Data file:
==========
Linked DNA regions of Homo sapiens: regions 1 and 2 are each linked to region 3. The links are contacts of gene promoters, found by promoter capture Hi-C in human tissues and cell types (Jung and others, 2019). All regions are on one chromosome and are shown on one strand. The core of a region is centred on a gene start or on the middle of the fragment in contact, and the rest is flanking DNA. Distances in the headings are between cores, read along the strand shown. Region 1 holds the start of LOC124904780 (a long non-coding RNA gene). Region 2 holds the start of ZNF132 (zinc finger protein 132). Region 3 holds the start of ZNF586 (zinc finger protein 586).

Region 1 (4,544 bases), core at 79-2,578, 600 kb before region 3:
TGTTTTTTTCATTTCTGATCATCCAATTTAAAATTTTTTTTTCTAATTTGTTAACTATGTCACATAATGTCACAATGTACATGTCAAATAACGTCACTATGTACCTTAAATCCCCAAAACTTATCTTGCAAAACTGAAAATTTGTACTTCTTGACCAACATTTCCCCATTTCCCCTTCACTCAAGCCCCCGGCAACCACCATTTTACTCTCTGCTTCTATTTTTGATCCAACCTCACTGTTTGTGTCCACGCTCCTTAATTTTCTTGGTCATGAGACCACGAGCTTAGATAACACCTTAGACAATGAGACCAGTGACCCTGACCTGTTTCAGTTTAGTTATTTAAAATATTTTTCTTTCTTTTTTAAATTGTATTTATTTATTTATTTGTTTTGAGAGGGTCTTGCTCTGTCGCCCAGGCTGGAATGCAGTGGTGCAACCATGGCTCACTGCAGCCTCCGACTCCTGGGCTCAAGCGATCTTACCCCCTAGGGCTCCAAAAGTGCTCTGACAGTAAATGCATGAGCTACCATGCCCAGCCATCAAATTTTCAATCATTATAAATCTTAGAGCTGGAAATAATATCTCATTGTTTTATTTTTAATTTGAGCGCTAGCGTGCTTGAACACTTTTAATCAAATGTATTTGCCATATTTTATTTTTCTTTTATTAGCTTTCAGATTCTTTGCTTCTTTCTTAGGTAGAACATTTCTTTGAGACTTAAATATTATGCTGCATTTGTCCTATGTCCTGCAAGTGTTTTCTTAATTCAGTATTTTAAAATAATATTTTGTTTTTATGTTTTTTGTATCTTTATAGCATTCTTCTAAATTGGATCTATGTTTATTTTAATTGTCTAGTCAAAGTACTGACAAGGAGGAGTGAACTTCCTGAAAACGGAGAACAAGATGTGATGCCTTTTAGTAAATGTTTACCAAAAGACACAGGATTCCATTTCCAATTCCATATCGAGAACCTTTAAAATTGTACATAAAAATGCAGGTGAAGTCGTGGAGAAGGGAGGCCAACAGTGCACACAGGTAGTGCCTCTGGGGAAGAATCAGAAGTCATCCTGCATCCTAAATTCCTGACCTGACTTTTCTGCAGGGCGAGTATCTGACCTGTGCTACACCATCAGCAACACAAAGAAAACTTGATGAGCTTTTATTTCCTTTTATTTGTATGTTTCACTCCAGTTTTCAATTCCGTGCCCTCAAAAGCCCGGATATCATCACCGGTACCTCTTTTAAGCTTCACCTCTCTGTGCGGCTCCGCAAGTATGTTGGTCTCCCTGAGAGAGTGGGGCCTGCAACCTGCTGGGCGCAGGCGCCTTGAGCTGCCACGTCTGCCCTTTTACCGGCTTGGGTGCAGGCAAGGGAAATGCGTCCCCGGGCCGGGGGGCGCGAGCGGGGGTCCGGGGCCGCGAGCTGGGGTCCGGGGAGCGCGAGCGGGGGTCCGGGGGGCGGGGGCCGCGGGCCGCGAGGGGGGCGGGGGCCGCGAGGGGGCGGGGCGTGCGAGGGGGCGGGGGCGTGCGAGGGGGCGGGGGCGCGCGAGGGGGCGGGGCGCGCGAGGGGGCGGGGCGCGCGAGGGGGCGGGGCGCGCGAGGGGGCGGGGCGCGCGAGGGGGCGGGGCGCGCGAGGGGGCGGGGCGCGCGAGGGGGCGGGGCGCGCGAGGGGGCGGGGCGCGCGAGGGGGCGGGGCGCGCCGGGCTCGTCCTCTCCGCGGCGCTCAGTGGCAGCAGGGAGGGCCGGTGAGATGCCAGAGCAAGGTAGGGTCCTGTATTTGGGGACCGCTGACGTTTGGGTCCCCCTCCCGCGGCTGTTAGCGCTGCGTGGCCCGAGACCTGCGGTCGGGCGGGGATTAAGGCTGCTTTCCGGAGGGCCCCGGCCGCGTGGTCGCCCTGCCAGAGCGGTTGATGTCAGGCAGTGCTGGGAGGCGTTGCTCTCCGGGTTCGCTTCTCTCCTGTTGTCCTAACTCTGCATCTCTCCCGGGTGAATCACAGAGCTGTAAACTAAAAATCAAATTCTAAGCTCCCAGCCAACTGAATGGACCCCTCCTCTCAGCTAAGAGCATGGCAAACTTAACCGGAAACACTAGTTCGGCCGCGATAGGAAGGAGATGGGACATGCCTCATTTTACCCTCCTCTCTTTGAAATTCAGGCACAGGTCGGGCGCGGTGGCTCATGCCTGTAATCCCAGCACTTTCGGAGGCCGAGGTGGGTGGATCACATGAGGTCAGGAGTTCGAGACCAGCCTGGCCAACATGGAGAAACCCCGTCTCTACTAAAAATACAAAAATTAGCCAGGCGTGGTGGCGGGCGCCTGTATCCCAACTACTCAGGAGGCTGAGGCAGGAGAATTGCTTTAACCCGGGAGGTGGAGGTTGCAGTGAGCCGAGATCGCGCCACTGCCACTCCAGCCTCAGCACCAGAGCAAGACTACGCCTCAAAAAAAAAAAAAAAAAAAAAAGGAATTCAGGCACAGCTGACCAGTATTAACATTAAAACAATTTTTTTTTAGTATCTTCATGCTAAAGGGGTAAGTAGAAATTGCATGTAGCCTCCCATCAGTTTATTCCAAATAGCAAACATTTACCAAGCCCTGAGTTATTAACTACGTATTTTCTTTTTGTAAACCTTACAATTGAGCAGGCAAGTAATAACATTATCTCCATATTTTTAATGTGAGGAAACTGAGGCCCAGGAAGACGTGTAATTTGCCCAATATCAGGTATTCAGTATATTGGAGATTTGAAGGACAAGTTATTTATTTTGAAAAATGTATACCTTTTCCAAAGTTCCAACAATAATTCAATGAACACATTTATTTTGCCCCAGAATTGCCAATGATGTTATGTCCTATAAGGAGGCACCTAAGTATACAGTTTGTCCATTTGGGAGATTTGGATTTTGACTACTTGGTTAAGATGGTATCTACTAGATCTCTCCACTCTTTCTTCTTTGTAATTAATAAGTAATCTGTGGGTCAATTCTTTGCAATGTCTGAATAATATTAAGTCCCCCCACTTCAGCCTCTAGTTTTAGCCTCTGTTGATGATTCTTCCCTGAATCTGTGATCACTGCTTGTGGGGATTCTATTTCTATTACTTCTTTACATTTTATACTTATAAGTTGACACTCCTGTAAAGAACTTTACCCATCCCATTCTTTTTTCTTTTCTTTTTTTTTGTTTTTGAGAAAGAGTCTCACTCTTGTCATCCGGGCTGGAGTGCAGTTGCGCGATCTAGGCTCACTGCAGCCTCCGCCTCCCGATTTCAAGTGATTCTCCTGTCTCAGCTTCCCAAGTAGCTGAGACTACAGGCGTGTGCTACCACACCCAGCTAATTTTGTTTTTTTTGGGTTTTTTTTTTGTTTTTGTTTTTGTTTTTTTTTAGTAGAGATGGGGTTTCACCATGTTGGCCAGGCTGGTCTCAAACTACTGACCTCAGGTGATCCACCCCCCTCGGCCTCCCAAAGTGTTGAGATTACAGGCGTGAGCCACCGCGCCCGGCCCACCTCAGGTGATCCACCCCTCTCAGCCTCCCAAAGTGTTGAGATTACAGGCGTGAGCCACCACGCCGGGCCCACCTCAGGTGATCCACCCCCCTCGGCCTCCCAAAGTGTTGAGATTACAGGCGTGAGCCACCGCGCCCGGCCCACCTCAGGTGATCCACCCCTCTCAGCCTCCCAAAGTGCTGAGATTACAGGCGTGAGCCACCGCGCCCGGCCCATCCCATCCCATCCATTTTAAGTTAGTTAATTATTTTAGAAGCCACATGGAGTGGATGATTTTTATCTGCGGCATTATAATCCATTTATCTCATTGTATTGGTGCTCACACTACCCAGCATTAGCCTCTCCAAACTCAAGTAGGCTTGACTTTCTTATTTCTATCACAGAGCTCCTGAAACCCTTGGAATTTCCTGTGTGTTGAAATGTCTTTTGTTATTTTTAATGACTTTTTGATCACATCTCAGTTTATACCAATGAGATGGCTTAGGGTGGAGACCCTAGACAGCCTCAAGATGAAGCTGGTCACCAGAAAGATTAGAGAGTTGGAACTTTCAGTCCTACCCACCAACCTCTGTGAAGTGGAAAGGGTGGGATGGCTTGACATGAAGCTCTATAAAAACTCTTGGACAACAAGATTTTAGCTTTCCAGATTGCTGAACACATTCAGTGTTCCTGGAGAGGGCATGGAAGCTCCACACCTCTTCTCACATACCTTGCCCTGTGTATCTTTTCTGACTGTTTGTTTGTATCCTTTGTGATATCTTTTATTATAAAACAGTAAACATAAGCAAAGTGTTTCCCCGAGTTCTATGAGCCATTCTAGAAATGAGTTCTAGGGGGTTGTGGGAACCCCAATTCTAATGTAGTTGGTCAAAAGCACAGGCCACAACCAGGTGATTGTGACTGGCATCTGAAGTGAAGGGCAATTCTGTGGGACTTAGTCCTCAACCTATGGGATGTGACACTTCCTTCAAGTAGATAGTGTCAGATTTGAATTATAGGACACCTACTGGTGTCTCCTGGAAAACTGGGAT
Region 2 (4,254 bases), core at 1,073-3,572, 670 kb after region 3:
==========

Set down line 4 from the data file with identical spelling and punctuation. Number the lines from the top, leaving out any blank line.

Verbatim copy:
Region 2 (4,254 bases), core at 1,073-3,572, 670 kb after region 3: